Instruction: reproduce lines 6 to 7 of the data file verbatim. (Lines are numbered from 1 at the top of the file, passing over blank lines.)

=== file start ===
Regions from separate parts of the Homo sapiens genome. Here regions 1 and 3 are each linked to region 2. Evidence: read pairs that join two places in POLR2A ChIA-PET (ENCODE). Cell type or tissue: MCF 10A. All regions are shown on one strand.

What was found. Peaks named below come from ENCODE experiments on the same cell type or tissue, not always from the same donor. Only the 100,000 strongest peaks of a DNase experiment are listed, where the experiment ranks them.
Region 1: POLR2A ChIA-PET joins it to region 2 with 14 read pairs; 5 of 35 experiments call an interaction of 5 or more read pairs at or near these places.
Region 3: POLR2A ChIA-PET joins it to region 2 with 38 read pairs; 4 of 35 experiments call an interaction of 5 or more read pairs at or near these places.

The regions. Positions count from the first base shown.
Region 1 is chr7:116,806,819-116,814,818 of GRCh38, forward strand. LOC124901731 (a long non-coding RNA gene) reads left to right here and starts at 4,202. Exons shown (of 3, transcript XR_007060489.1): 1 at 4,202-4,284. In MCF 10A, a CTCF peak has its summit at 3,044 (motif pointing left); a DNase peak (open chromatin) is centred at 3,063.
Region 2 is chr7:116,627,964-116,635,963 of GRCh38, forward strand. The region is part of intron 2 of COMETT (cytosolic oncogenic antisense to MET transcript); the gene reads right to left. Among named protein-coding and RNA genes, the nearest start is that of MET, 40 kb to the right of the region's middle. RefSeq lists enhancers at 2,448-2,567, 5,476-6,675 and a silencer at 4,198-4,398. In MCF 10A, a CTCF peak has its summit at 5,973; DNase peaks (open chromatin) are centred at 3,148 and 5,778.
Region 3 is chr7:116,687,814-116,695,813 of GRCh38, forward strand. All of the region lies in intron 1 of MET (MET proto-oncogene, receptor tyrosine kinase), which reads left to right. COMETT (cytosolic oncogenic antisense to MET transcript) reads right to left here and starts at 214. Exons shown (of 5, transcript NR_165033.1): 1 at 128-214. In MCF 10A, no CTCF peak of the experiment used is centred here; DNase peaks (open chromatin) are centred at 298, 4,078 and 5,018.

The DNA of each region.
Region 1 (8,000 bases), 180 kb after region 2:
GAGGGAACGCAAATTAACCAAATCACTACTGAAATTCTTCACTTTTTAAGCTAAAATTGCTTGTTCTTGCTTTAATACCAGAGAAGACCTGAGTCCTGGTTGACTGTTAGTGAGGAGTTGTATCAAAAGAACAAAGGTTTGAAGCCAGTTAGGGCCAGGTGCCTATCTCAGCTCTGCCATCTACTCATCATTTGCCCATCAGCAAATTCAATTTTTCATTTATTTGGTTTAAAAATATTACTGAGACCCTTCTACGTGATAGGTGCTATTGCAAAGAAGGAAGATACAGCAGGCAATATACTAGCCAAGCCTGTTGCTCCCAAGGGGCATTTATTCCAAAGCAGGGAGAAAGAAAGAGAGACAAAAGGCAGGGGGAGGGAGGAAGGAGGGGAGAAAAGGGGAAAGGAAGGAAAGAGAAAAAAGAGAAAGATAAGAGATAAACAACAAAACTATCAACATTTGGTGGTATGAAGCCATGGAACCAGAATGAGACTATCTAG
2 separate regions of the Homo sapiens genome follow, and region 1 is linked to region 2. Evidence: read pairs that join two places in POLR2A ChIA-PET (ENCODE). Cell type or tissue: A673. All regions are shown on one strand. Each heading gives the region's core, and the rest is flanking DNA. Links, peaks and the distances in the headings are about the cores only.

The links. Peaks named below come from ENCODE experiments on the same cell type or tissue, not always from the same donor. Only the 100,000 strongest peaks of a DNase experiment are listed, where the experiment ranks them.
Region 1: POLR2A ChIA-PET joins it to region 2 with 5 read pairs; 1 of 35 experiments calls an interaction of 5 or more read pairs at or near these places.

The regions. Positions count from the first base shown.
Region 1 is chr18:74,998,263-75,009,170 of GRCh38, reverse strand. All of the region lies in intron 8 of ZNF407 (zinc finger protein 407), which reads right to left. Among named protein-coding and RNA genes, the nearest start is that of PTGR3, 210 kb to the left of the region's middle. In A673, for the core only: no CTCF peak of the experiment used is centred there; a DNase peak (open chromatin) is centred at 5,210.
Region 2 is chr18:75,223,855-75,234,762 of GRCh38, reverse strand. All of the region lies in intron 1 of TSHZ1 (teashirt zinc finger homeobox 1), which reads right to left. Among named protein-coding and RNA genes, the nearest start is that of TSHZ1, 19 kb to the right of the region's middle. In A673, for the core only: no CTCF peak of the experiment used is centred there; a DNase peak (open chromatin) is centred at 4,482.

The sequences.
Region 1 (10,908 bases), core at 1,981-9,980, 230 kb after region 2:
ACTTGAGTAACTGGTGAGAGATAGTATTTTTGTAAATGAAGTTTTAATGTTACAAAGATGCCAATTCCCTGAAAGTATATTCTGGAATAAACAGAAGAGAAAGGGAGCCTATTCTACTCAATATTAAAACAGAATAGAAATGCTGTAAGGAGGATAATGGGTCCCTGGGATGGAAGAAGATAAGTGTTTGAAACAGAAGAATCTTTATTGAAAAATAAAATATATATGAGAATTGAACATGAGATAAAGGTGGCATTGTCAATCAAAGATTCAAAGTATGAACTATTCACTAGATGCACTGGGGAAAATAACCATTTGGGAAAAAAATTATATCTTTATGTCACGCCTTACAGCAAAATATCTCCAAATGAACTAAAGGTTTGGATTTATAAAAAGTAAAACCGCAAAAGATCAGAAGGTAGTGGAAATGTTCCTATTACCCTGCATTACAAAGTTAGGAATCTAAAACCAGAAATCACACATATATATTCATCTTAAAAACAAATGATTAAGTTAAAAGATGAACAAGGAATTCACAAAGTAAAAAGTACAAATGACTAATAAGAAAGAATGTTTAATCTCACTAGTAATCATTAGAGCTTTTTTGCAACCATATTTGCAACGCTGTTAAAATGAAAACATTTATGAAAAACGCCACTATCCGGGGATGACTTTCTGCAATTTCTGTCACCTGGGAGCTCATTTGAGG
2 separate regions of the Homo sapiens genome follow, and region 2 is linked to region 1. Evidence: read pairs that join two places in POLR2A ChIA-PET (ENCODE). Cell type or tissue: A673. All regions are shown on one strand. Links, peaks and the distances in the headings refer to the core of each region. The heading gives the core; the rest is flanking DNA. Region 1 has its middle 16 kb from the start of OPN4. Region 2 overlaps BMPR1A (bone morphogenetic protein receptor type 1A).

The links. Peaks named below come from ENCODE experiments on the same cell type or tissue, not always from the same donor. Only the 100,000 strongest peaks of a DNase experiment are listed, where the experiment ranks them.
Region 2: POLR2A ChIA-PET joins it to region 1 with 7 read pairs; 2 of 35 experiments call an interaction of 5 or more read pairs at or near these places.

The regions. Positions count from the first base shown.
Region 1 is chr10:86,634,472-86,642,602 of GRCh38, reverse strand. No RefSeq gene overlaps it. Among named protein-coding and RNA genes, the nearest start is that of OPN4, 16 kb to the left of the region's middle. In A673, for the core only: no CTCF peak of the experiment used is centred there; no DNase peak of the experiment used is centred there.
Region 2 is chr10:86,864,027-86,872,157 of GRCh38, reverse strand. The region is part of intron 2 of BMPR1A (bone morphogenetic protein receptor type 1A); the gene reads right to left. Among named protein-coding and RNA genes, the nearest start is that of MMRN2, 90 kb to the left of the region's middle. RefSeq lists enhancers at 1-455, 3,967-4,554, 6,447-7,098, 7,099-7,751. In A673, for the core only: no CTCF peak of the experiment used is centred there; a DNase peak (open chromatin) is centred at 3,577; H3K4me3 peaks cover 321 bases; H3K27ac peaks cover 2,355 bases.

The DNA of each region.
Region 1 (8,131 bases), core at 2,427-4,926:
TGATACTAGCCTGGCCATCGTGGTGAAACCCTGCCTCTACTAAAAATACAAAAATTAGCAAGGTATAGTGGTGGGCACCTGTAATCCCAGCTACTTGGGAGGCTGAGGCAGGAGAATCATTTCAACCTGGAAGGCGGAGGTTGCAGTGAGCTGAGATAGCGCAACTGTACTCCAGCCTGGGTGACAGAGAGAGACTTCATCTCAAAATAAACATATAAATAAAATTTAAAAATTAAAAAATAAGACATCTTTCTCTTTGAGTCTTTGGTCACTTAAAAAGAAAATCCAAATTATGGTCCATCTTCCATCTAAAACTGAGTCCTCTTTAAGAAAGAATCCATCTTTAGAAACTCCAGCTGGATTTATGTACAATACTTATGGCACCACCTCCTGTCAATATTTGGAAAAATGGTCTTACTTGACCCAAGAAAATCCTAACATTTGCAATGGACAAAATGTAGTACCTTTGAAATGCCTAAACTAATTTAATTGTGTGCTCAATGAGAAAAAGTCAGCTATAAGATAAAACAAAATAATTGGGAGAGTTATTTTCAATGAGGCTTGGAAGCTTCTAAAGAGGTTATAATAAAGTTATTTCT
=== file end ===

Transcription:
Region 1 is chr7:116,806,819-116,814,818 of GRCh38, forward strand. LOC124901731 (a long non-coding RNA gene) reads left to right here and starts at 4,202. Exons shown (of 3, transcript XR_007060489.1): 1 at 4,202-4,284. In MCF 10A, a CTCF peak has its summit at 3,044 (motif pointing left); a DNase peak (open chromatin) is centred at 3,063.
Region 2 is chr7:116,627,964-116,635,963 of GRCh38, forward strand. The region is part of intron 2 of COMETT (cytosolic oncogenic antisense to MET transcript); the gene reads right to left. Among named protein-coding and RNA genes, the nearest start is that of MET, 40 kb to the right of the region's middle. RefSeq lists enhancers at 2,448-2,567, 5,476-6,675 and a silencer at 4,198-4,398. In MCF 10A, a CTCF peak has its summit at 5,973; DNase peaks (open chromatin) are centred at 3,148 and 5,778.